Mia Wasikowska took me by surprise. I’ve witnessed several of her films now and her grace on screen has finally caught up to me. She is an unconventional beauty from Australia who hasn’t even begun to shine yet.
Mia’s career has a bright future, with plenty of her roles already earning her some well deserved attention. The first thing I ever saw her in was 2010’s “Alice In Wonderland” where she had the lead role of Alice. There was something about her, even in that childish role that screamed maturity. I wouldn’t say sexual is the word, but something adult exudes from her in even the smallest roles, much like that of the similar Emily Browning (“Sucker Punch”).
The next film I came across her in was Academy Award nominated film “The Kids Are All Right”, where she had a large role as well, as the daughter of two women. With all the women in the film, and women twice her age, she was able to steal the show. A year later she lead “Jane Eyre” to relevancy, along with fellow future Oscar winner Michael Fassbender and personal favorite actor Jamie Bell. Here, too, behind her innocence shone a seductive side. By the end of this film I was hooked.
By 2011, I would see her in another Oscar nominated film, “Albert Nobbs” to which she plays the apple of everyone’s eye, including Glenn Close and Aaron Johnson. Her sexual transformation began here and never quite let up. In my favorite film of 2012, “Lawless”, Mia was also a major part, once again playing the center of affection, Bertha Minnix, the preacher’s daughter to which Shia LaBeouf’s character draws a liking. Her innocence is whole here, but her beauty could not be more undeniable, that you can’t help but fall in love with her as well.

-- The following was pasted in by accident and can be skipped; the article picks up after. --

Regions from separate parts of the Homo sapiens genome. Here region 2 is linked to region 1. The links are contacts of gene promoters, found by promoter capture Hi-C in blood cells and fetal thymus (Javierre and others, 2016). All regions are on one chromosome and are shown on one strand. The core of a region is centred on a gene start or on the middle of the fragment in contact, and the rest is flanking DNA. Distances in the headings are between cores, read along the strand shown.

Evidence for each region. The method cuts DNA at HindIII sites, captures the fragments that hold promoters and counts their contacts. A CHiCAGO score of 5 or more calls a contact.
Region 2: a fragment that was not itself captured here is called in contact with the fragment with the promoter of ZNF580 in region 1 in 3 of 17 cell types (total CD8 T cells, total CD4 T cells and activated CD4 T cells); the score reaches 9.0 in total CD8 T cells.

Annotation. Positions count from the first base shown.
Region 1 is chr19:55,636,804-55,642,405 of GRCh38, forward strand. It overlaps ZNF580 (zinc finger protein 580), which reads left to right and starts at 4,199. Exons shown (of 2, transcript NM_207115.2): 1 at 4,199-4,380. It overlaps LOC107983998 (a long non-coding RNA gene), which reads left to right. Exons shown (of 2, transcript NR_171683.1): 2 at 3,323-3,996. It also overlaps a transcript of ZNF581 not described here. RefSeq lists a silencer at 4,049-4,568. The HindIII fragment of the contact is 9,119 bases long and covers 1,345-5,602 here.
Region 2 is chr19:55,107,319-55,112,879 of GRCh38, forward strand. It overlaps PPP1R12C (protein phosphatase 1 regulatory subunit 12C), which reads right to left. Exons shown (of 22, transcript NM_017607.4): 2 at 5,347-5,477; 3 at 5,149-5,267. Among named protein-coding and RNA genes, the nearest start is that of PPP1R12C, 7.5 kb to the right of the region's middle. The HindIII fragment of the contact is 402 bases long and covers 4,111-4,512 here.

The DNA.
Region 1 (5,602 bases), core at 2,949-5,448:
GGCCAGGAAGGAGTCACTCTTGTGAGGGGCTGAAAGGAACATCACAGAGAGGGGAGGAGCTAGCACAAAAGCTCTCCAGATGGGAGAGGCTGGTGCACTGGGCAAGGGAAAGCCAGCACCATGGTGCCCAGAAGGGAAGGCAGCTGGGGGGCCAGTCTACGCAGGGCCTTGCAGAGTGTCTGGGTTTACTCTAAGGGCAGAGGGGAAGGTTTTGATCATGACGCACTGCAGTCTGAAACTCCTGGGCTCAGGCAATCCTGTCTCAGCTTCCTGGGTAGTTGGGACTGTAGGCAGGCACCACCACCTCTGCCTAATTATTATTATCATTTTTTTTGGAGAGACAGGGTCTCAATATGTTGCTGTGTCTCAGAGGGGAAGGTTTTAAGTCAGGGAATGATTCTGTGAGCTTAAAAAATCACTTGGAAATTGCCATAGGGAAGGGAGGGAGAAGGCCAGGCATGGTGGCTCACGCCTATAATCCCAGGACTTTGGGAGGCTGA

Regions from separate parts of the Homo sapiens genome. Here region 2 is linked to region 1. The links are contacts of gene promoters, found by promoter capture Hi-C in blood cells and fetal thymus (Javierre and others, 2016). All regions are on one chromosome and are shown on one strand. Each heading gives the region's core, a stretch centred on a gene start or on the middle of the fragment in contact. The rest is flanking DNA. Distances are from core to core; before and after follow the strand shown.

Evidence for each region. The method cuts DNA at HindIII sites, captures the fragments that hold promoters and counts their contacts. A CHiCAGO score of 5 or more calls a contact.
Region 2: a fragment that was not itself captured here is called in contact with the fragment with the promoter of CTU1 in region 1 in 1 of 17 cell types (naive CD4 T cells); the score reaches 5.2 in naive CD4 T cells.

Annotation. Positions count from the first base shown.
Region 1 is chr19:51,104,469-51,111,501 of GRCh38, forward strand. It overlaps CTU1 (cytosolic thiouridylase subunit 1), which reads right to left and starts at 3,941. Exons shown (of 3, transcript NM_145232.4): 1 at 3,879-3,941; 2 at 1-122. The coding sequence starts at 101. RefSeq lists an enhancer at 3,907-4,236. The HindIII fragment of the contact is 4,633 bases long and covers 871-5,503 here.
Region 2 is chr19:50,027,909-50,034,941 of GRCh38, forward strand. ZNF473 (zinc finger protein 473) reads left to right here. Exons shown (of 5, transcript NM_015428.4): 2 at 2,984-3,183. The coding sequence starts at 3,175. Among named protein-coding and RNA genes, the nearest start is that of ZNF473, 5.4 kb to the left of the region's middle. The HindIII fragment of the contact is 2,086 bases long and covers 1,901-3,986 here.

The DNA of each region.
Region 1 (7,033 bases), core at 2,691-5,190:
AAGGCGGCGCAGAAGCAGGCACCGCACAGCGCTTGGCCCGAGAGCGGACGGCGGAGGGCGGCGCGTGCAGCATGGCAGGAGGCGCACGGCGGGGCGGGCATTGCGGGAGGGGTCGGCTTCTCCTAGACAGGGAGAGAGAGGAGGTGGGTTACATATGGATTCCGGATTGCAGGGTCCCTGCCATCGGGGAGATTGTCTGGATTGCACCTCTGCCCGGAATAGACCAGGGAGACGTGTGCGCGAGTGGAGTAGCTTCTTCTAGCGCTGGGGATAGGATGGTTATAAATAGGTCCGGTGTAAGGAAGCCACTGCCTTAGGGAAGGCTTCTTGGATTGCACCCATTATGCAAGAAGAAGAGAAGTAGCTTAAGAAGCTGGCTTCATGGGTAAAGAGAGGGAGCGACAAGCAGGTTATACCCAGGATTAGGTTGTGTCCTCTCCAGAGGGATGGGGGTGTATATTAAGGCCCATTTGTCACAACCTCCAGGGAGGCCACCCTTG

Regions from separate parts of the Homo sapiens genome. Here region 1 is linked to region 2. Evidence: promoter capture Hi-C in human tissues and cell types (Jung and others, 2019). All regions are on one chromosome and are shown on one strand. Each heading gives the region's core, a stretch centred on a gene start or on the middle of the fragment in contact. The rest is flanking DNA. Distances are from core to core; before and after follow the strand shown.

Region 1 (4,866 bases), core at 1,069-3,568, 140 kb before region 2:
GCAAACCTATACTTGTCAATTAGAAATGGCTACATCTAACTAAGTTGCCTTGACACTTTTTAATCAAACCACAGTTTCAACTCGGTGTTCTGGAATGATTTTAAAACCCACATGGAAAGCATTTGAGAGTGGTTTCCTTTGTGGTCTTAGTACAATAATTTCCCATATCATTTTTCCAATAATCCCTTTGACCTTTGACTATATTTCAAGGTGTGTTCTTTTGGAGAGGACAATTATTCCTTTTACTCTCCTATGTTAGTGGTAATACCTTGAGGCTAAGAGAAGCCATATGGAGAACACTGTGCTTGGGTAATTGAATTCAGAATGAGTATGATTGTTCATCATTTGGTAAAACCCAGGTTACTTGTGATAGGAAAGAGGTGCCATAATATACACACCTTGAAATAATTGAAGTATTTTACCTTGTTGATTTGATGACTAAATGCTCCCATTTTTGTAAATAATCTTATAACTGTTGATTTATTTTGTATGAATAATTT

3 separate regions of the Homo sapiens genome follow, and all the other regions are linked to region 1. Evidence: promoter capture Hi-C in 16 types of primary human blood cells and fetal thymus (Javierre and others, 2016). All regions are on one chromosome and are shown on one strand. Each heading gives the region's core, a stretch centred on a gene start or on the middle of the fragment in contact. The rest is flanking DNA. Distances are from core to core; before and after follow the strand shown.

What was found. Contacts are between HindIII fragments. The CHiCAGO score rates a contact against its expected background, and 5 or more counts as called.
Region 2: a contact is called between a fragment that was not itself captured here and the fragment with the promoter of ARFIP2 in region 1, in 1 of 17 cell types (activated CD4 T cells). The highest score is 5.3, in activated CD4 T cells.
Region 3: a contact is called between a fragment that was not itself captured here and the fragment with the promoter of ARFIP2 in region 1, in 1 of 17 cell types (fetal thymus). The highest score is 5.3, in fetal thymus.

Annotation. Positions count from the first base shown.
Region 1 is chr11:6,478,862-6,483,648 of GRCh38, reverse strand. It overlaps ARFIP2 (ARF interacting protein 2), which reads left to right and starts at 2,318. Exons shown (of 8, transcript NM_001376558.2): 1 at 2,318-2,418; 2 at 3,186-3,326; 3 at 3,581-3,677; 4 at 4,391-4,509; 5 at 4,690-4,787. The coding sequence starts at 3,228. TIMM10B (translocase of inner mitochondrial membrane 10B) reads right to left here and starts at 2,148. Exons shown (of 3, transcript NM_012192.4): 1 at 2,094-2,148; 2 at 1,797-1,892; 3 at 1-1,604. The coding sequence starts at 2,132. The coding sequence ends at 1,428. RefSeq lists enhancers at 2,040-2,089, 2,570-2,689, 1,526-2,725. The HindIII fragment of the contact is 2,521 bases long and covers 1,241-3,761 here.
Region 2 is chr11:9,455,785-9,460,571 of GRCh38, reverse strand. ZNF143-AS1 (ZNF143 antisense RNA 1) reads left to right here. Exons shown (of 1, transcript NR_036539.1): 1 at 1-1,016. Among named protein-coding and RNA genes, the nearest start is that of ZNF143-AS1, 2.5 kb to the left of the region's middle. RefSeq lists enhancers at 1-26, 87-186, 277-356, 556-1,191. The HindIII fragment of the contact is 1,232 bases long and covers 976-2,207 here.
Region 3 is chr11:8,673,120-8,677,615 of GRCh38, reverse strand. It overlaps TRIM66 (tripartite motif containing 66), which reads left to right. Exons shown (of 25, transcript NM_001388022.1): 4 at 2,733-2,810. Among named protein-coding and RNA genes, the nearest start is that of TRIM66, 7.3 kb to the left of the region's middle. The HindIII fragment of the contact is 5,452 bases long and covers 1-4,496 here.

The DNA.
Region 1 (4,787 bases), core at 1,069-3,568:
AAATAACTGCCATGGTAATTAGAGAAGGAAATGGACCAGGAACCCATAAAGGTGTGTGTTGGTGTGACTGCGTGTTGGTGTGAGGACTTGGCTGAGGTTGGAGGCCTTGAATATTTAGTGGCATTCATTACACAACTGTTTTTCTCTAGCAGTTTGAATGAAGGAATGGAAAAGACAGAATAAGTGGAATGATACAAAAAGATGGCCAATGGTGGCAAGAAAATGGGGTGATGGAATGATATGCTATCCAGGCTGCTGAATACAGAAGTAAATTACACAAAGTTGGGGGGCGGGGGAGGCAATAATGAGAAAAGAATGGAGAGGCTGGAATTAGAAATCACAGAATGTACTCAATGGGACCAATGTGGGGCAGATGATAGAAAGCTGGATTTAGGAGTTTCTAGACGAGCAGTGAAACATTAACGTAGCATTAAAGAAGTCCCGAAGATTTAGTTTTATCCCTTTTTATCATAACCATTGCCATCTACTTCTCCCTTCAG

This journey ends on the new release featuring Mia, the Park Chan-wook film, “Stoker”, where once again Mia is the pivotal character in the story, a disturbed young woman who has just lost her father and is witness to her mother’s developing affair with her uncle. Mia and Matthew Goode carry this film wonderfully, and prove that you can easily build a film around them. It is here Mia takes the final turn in her sexuality on screen, displaying that same innocence we’ve seen from her with the eventual blossoming of a strong, sexual being both mentally and physically in her role.
Mia is only 23 years old, and with all the huge steps she’s already taken to a stellar career, you can’t help but wonder where she’ll go from here. For the past few years, she has simply showed up in many of the films that I have already wanted to see, never really having to seek her out. But with all the great performances she gives, she has finally convinced me to venture out to see her films, just because of her and her alone, no matter who the director or what the subject matter may be.